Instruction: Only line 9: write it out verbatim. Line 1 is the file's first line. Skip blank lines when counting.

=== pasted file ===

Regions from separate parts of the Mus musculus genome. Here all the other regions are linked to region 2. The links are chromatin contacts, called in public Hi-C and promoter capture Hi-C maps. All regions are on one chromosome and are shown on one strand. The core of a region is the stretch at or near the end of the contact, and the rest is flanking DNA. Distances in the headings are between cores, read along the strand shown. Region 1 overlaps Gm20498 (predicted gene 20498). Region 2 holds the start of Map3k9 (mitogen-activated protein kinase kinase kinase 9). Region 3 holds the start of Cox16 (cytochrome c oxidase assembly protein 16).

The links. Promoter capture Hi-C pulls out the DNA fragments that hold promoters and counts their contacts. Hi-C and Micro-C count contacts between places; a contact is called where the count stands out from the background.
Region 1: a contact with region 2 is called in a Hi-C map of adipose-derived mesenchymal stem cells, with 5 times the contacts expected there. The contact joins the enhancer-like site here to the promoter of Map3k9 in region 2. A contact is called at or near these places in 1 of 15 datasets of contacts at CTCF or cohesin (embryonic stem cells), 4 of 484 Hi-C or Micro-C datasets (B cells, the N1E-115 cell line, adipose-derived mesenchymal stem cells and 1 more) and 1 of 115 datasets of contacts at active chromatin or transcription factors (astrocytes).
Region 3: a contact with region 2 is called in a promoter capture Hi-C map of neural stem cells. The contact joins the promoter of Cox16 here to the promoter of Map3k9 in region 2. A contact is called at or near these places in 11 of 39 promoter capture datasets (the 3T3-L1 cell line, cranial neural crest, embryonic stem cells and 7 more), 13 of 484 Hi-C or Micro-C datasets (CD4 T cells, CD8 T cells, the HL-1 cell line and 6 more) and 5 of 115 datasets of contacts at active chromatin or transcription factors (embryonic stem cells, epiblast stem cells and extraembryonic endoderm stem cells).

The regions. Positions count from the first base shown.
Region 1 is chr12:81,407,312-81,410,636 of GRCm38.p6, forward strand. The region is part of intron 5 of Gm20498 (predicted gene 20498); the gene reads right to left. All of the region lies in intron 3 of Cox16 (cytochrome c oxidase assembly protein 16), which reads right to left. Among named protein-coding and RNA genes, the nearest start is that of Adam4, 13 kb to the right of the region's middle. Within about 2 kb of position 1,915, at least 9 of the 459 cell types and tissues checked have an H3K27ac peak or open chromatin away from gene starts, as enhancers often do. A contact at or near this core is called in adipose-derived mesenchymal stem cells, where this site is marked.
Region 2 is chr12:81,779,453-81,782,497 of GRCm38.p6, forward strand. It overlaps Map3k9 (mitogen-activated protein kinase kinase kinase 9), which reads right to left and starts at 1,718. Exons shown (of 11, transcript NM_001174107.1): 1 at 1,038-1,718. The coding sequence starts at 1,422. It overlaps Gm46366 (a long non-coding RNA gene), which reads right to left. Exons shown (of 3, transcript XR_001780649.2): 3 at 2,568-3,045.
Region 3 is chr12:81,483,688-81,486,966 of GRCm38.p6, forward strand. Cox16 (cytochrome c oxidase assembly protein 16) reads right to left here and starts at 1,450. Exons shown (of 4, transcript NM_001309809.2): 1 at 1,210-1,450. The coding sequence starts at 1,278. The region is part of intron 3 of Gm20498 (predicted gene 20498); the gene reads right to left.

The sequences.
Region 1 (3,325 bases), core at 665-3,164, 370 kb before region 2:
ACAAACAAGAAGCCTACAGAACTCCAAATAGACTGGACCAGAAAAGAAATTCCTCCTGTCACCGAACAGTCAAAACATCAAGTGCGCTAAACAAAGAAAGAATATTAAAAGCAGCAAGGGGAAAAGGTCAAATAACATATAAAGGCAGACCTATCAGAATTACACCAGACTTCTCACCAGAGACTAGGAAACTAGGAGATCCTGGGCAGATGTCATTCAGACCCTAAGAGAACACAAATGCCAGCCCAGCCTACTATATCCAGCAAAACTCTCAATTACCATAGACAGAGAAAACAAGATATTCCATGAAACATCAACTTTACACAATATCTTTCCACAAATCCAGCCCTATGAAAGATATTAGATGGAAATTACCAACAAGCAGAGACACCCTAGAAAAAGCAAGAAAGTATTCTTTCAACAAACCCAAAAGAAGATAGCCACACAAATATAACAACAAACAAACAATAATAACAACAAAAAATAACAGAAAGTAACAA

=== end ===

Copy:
The sequences.